On Feb. 17, a Marine was shot at a small outpost near Deir al Zour, Syria. Another Marine promptly killed the shooter, who was allegedly a Kurdish fighter with the U.S.-backed Syrian Democratic Forces.
The shot Marine would survive and was awarded the Purple Heart for his wounds. The Marine who put down the shooter would receive the Joint Service Commendation Medal.
The Purple Heart is typically awarded to U.S. service members wounded by an instrument of war in the hands of the enemy, according to a 2011 review of the award criteria by the Marine Corps. Despite this, the military could not actually determine whether the Kurdish soldier intentionally shot the Marine, or simply negligently discharged his rifle, U.S. Central Command said Friday.
“The incident was investigated by a team led by a U.S. Marine colonel who was unable to conclusively determine if a U.S. Marine was shot intentionally by a Syrian Democratic Forces guard, or if he was shot as the result of a negligent discharge,” CENTCOM said in a statement.
Regardless, the investigation determined that the second Marine — who shot the Kurdish fighter immediately after the suspected attack — believed himself to be in imminent danger, and “acted appropriately and proportionally to the threat he perceived,” according to CENTCOM.
Because the second Marine perceived he was in imminent danger, and because he quickly tended to his fellow Marine’s injuries, the lead investigator decided to recommend that he be recognized for his actions with the Commendation Medal.
CENTCOM added that the full investigation will be released after a classification review.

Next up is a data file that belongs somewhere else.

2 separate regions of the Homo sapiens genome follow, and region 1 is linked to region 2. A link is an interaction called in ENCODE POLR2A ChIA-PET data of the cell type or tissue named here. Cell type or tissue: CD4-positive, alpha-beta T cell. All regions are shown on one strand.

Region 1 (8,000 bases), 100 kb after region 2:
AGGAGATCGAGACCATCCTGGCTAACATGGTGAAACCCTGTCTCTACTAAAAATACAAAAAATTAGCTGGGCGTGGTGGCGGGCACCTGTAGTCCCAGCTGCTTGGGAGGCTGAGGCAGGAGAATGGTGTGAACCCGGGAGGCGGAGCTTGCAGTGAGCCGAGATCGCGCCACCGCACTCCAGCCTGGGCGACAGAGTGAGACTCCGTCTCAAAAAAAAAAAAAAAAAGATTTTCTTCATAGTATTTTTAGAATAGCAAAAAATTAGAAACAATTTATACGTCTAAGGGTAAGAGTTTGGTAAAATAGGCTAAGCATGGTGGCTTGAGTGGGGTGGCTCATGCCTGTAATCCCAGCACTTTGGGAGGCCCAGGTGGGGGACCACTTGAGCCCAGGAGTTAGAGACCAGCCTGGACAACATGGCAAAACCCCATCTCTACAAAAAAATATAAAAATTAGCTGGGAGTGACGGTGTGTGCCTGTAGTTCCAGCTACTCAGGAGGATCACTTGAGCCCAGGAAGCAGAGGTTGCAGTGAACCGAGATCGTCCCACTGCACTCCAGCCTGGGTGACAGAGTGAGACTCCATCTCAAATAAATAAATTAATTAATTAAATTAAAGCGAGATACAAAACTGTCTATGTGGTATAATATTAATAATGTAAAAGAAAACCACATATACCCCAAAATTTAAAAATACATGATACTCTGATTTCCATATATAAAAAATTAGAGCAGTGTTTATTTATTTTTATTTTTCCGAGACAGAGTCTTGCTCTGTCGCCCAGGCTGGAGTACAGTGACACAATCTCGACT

The statement from CENTCOM comes after Task & Purpose reported the incident from the perspective of Marines who were at the outpost at the time, and who spoke to the publication under the condition of anonymity.
Machine gunner Lance Cpl. Dillon Bennett was awarded the Purple Heart July 9.
Those individuals reported that an incident the day of the shooting could explain a possible insider attack by the Kurdish shooter.
A truck full of wounded Syrian civilians had pulled up to the American outpost asking for help, but Kurdish fighters guarding the base tried to prevent them from receiving medical care, Task & Purpose reported. The U.S. forces pushed through the SDF partner force to assist the wounded, “amid screaming from both sides in English and Arabic,” according to Task & Purpose.
“Another source, who also spoke on condition of anonymity out of fear of reprisal, said the injured group, comprised mostly of women and children, was turned away by the SDF because they were not Kurdish,” Task & Purpose reported.
The two Marines who shoved past the Kurdish fighters to help the civilians were later involved in the shooting that night.